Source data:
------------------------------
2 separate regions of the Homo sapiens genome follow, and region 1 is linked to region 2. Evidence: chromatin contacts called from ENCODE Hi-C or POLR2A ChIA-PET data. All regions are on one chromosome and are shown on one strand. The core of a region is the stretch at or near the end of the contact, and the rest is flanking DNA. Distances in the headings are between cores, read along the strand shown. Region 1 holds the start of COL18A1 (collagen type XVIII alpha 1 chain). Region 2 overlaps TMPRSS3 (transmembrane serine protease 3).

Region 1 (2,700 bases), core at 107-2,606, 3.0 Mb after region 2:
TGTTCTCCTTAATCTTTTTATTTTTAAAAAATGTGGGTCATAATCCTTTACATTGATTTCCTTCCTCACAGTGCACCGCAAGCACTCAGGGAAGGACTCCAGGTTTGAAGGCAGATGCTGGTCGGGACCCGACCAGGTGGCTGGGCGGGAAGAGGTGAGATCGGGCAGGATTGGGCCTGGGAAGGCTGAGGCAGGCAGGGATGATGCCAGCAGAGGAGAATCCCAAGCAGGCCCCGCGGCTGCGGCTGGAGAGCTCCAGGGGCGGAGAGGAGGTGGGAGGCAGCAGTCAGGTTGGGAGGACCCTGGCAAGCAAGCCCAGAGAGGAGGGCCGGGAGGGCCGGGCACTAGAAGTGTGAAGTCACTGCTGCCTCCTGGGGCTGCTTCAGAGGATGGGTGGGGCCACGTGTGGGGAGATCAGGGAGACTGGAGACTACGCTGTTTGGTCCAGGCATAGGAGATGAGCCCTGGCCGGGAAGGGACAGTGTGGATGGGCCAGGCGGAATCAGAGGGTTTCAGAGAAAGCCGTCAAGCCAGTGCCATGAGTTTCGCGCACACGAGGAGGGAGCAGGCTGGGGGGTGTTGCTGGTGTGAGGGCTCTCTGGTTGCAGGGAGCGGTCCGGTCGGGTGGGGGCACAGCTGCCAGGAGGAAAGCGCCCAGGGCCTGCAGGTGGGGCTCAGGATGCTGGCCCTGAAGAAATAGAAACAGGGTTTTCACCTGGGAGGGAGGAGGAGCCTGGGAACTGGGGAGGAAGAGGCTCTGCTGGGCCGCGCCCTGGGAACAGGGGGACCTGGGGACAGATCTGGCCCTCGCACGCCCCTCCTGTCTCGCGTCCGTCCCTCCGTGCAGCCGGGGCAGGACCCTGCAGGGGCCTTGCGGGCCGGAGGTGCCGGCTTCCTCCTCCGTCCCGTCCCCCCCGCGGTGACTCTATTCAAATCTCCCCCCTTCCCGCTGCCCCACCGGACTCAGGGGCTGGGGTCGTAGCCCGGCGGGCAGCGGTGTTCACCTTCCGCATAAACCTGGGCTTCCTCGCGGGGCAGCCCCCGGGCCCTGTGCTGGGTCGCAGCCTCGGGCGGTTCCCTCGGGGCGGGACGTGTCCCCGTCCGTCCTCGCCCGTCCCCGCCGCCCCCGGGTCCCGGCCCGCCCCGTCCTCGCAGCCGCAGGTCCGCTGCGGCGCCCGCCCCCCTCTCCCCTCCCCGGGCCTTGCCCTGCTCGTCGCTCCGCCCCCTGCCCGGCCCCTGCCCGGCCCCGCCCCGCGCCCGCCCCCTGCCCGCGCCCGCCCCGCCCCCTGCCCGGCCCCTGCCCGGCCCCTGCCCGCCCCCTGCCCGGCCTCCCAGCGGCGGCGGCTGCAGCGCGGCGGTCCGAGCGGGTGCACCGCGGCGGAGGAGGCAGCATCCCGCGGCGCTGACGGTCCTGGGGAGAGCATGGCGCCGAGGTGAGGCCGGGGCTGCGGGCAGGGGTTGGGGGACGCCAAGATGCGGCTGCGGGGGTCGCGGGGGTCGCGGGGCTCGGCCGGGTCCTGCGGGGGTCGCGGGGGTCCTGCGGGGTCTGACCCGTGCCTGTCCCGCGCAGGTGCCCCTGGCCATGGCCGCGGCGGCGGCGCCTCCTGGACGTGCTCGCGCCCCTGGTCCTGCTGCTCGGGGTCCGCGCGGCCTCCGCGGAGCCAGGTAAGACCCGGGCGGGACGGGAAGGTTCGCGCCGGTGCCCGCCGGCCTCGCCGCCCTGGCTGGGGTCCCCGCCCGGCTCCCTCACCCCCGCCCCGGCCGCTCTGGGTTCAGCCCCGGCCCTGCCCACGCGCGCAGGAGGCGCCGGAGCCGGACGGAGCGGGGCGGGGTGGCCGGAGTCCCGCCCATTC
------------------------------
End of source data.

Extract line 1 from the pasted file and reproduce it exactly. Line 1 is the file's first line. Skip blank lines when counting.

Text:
2 separate regions of the Homo sapiens genome follow, and region 1 is linked to region 2. Evidence: chromatin contacts called from ENCODE Hi-C or POLR2A ChIA-PET data. All regions are on one chromosome and are shown on one strand. The core of a region is the stretch at or near the end of the contact, and the rest is flanking DNA. Distances in the headings are between cores, read along the strand shown. Region 1 holds the start of COL18A1 (collagen type XVIII alpha 1 chain). Region 2 overlaps TMPRSS3 (transmembrane serine protease 3).